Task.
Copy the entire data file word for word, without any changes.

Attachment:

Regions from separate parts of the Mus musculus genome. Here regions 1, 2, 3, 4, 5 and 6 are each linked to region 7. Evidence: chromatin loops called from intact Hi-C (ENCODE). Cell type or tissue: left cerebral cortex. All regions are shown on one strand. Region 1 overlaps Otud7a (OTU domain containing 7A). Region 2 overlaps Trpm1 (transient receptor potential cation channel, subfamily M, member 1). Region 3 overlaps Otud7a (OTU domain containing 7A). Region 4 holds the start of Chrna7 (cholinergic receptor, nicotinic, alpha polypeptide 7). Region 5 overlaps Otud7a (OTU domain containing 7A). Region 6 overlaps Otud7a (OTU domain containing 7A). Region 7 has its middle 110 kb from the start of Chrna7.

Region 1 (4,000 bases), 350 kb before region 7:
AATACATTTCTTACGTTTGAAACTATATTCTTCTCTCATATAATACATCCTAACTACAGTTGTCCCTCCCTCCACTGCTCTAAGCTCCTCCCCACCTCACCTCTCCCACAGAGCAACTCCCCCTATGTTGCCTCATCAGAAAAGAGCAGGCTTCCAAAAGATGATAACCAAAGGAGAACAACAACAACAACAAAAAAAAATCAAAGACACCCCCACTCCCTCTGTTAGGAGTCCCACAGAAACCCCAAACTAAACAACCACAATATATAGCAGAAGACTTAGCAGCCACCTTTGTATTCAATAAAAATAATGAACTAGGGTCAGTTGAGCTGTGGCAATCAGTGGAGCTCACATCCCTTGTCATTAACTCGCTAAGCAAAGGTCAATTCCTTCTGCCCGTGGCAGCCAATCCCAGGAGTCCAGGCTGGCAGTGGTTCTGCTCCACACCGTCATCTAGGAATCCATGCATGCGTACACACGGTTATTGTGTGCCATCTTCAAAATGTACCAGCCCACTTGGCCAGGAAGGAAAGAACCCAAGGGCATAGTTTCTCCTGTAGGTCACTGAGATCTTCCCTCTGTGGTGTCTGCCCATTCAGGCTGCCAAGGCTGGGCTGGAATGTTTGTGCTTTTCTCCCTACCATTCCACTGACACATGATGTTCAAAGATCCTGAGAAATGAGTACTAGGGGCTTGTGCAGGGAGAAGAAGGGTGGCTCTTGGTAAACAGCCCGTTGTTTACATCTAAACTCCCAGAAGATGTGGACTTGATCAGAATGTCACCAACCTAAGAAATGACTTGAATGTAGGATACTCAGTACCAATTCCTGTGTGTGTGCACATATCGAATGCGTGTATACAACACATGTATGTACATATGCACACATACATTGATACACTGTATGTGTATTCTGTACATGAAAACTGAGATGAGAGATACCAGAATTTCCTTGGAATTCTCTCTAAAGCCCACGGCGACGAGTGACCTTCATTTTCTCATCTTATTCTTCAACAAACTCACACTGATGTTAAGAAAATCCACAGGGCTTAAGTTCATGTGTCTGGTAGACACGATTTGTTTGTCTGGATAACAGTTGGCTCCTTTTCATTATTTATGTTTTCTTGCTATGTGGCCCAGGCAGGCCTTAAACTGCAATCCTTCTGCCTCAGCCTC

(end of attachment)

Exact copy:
Regions from separate parts of the Mus musculus genome. Here regions 1, 2, 3, 4, 5 and 6 are each linked to region 7. Evidence: chromatin loops called from intact Hi-C (ENCODE). Cell type or tissue: left cerebral cortex. All regions are shown on one strand. Region 1 overlaps Otud7a (OTU domain containing 7A). Region 2 overlaps Trpm1 (transient receptor potential cation channel, subfamily M, member 1). Region 3 overlaps Otud7a (OTU domain containing 7A). Region 4 holds the start of Chrna7 (cholinergic receptor, nicotinic, alpha polypeptide 7). Region 5 overlaps Otud7a (OTU domain containing 7A). Region 6 overlaps Otud7a (OTU domain containing 7A). Region 7 has its middle 110 kb from the start of Chrna7.

Region 1 (4,000 bases), 350 kb before region 7:
AATACATTTCTTACGTTTGAAACTATATTCTTCTCTCATATAATACATCCTAACTACAGTTGTCCCTCCCTCCACTGCTCTAAGCTCCTCCCCACCTCACCTCTCCCACAGAGCAACTCCCCCTATGTTGCCTCATCAGAAAAGAGCAGGCTTCCAAAAGATGATAACCAAAGGAGAACAACAACAACAACAAAAAAAAATCAAAGACACCCCCACTCCCTCTGTTAGGAGTCCCACAGAAACCCCAAACTAAACAACCACAATATATAGCAGAAGACTTAGCAGCCACCTTTGTATTCAATAAAAATAATGAACTAGGGTCAGTTGAGCTGTGGCAATCAGTGGAGCTCACATCCCTTGTCATTAACTCGCTAAGCAAAGGTCAATTCCTTCTGCCCGTGGCAGCCAATCCCAGGAGTCCAGGCTGGCAGTGGTTCTGCTCCACACCGTCATCTAGGAATCCATGCATGCGTACACACGGTTATTGTGTGCCATCTTCAAAATGTACCAGCCCACTTGGCCAGGAAGGAAAGAACCCAAGGGCATAGTTTCTCCTGTAGGTCACTGAGATCTTCCCTCTGTGGTGTCTGCCCATTCAGGCTGCCAAGGCTGGGCTGGAATGTTTGTGCTTTTCTCCCTACCATTCCACTGACACATGATGTTCAAAGATCCTGAGAAATGAGTACTAGGGGCTTGTGCAGGGAGAAGAAGGGTGGCTCTTGGTAAACAGCCCGTTGTTTACATCTAAACTCCCAGAAGATGTGGACTTGATCAGAATGTCACCAACCTAAGAAATGACTTGAATGTAGGATACTCAGTACCAATTCCTGTGTGTGTGCACATATCGAATGCGTGTATACAACACATGTATGTACATATGCACACATACATTGATACACTGTATGTGTATTCTGTACATGAAAACTGAGATGAGAGATACCAGAATTTCCTTGGAATTCTCTCTAAAGCCCACGGCGACGAGTGACCTTCATTTTCTCATCTTATTCTTCAACAAACTCACACTGATGTTAAGAAAATCCACAGGGCTTAAGTTCATGTGTCTGGTAGACACGATTTGTTTGTCTGGATAACAGTTGGCTCCTTTTCATTATTTATGTTTTCTTGCTATGTGGCCCAGGCAGGCCTTAAACTGCAATCCTTCTGCCTCAGCCTC